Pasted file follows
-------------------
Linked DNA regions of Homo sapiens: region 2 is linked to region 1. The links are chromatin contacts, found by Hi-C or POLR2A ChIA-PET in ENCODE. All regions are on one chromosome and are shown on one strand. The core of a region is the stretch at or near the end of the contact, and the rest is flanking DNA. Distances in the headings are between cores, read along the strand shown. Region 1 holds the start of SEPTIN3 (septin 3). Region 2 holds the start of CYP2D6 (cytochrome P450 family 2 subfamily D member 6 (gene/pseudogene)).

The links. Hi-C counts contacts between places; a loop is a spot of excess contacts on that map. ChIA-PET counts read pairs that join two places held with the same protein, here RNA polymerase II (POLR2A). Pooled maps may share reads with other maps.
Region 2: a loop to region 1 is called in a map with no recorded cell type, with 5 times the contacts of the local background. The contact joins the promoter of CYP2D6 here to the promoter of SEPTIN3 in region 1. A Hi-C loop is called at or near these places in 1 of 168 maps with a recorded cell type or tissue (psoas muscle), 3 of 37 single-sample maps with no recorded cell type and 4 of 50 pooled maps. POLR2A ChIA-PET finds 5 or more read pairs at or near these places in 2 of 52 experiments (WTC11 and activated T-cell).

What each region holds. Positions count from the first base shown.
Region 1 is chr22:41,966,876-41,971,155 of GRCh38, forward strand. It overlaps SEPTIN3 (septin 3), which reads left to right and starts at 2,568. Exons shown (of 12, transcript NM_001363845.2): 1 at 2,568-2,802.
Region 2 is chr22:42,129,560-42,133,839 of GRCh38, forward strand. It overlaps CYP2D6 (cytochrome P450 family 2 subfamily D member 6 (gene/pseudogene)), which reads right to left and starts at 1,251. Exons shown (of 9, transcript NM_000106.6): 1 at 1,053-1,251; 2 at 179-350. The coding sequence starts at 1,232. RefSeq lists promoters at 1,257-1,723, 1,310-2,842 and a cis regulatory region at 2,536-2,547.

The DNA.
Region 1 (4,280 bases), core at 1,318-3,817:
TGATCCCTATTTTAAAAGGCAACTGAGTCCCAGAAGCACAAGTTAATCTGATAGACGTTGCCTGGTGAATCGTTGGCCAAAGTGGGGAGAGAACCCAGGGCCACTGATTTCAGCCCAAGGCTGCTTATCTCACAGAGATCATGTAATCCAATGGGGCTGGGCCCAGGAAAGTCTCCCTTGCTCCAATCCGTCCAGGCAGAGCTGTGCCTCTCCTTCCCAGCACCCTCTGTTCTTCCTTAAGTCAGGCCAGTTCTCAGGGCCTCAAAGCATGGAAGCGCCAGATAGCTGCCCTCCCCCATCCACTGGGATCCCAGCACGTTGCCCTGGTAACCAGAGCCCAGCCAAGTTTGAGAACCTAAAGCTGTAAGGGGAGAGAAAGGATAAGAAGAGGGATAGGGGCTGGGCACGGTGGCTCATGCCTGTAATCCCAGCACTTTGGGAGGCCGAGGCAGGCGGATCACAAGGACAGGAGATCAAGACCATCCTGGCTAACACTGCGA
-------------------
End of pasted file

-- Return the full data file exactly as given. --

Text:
Linked DNA regions of Homo sapiens: region 2 is linked to region 1. The links are chromatin contacts, found by Hi-C or POLR2A ChIA-PET in ENCODE. All regions are on one chromosome and are shown on one strand. The core of a region is the stretch at or near the end of the contact, and the rest is flanking DNA. Distances in the headings are between cores, read along the strand shown. Region 1 holds the start of SEPTIN3 (septin 3). Region 2 holds the start of CYP2D6 (cytochrome P450 family 2 subfamily D member 6 (gene/pseudogene)).

The links. Hi-C counts contacts between places; a loop is a spot of excess contacts on that map. ChIA-PET counts read pairs that join two places held with the same protein, here RNA polymerase II (POLR2A). Pooled maps may share reads with other maps.
Region 2: a loop to region 1 is called in a map with no recorded cell type, with 5 times the contacts of the local background. The contact joins the promoter of CYP2D6 here to the promoter of SEPTIN3 in region 1. A Hi-C loop is called at or near these places in 1 of 168 maps with a recorded cell type or tissue (psoas muscle), 3 of 37 single-sample maps with no recorded cell type and 4 of 50 pooled maps. POLR2A ChIA-PET finds 5 or more read pairs at or near these places in 2 of 52 experiments (WTC11 and activated T-cell).

What each region holds. Positions count from the first base shown.
Region 1 is chr22:41,966,876-41,971,155 of GRCh38, forward strand. It overlaps SEPTIN3 (septin 3), which reads left to right and starts at 2,568. Exons shown (of 12, transcript NM_001363845.2): 1 at 2,568-2,802.
Region 2 is chr22:42,129,560-42,133,839 of GRCh38, forward strand. It overlaps CYP2D6 (cytochrome P450 family 2 subfamily D member 6 (gene/pseudogene)), which reads right to left and starts at 1,251. Exons shown (of 9, transcript NM_000106.6): 1 at 1,053-1,251; 2 at 179-350. The coding sequence starts at 1,232. RefSeq lists promoters at 1,257-1,723, 1,310-2,842 and a cis regulatory region at 2,536-2,547.

The DNA.
Region 1 (4,280 bases), core at 1,318-3,817:
TGATCCCTATTTTAAAAGGCAACTGAGTCCCAGAAGCACAAGTTAATCTGATAGACGTTGCCTGGTGAATCGTTGGCCAAAGTGGGGAGAGAACCCAGGGCCACTGATTTCAGCCCAAGGCTGCTTATCTCACAGAGATCATGTAATCCAATGGGGCTGGGCCCAGGAAAGTCTCCCTTGCTCCAATCCGTCCAGGCAGAGCTGTGCCTCTCCTTCCCAGCACCCTCTGTTCTTCCTTAAGTCAGGCCAGTTCTCAGGGCCTCAAAGCATGGAAGCGCCAGATAGCTGCCCTCCCCCATCCACTGGGATCCCAGCACGTTGCCCTGGTAACCAGAGCCCAGCCAAGTTTGAGAACCTAAAGCTGTAAGGGGAGAGAAAGGATAAGAAGAGGGATAGGGGCTGGGCACGGTGGCTCATGCCTGTAATCCCAGCACTTTGGGAGGCCGAGGCAGGCGGATCACAAGGACAGGAGATCAAGACCATCCTGGCTAACACTGCGA